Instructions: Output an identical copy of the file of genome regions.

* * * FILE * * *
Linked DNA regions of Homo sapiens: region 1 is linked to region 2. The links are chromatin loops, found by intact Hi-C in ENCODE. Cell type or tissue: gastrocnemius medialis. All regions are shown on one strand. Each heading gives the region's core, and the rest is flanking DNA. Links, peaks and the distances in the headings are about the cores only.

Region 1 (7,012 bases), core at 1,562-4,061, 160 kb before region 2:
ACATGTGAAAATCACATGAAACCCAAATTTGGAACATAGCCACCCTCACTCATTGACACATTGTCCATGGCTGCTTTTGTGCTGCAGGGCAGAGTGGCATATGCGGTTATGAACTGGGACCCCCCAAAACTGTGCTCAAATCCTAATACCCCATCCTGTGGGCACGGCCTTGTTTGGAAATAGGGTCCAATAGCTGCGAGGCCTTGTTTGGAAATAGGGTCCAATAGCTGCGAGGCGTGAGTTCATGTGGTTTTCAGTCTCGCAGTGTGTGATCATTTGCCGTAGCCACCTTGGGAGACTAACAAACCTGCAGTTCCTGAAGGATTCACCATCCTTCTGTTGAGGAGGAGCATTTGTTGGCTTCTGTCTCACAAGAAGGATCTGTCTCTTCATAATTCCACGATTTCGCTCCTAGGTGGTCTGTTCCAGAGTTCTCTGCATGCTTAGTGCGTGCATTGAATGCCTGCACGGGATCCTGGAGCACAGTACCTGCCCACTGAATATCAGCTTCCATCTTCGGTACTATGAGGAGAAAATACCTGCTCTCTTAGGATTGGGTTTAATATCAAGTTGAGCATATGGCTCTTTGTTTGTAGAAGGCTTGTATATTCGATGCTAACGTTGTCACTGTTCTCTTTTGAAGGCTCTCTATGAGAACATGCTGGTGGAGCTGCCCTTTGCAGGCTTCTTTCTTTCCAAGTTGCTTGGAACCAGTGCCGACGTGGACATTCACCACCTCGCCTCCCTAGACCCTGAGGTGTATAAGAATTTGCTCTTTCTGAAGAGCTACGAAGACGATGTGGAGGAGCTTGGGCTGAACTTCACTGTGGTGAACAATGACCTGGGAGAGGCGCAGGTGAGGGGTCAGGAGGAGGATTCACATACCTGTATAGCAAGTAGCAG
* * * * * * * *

Linked DNA regions of Homo sapiens: region 1 is linked to region 2. The links are chromatin loops, found by intact Hi-C in ENCODE. Cell type or tissue: gastrocnemius medialis. All regions are shown on one strand. Each heading gives the region's core, and the rest is flanking DNA. Links, peaks and the distances in the headings are about the cores only.

Region 1 (7,012 bases), core at 1,562-4,061, 160 kb before region 2:
ACATGTGAAAATCACATGAAACCCAAATTTGGAACATAGCCACCCTCACTCATTGACACATTGTCCATGGCTGCTTTTGTGCTGCAGGGCAGAGTGGCATATGCGGTTATGAACTGGGACCCCCCAAAACTGTGCTCAAATCCTAATACCCCATCCTGTGGGCACGGCCTTGTTTGGAAATAGGGTCCAATAGCTGCGAGGCCTTGTTTGGAAATAGGGTCCAATAGCTGCGAGGCGTGAGTTCATGTGGTTTTCAGTCTCGCAGTGTGTGATCATTTGCCGTAGCCACCTTGGGAGACTAACAAACCTGCAGTTCCTGAAGGATTCACCATCCTTCTGTTGAGGAGGAGCATTTGTTGGCTTCTGTCTCACAAGAAGGATCTGTCTCTTCATAATTCCACGATTTCGCTCCTAGGTGGTCTGTTCCAGAGTTCTCTGCATGCTTAGTGCGTGCATTGAATGCCTGCACGGGATCCTGGAGCACAGTACCTGCCCACTGAATATCAGCTTCCATCTTCGGTACTATGAGGAGAAAATACCTGCTCTCTTAGGATTGGGTTTAATATCAAGTTGAGCATATGGCTCTTTGTTTGTAGAAGGCTTGTATATTCGATGCTAACGTTGTCACTGTTCTCTTTTGAAGGCTCTCTATGAGAACATGCTGGTGGAGCTGCCCTTTGCAGGCTTCTTTCTTTCCAAGTTGCTTGGAACCAGTGCCGACGTGGACATTCACCACCTCGCCTCCCTAGACCCTGAGGTGTATAAGAATTTGCTCTTTCTGAAGAGCTACGAAGACGATGTGGAGGAGCTTGGGCTGAACTTCACTGTGGTGAACAATGACCTGGGAGAGGCGCAGGTGAGGGGTCAGGAGGAGGATTCACATACCTGTATAGCAAGTAGCAG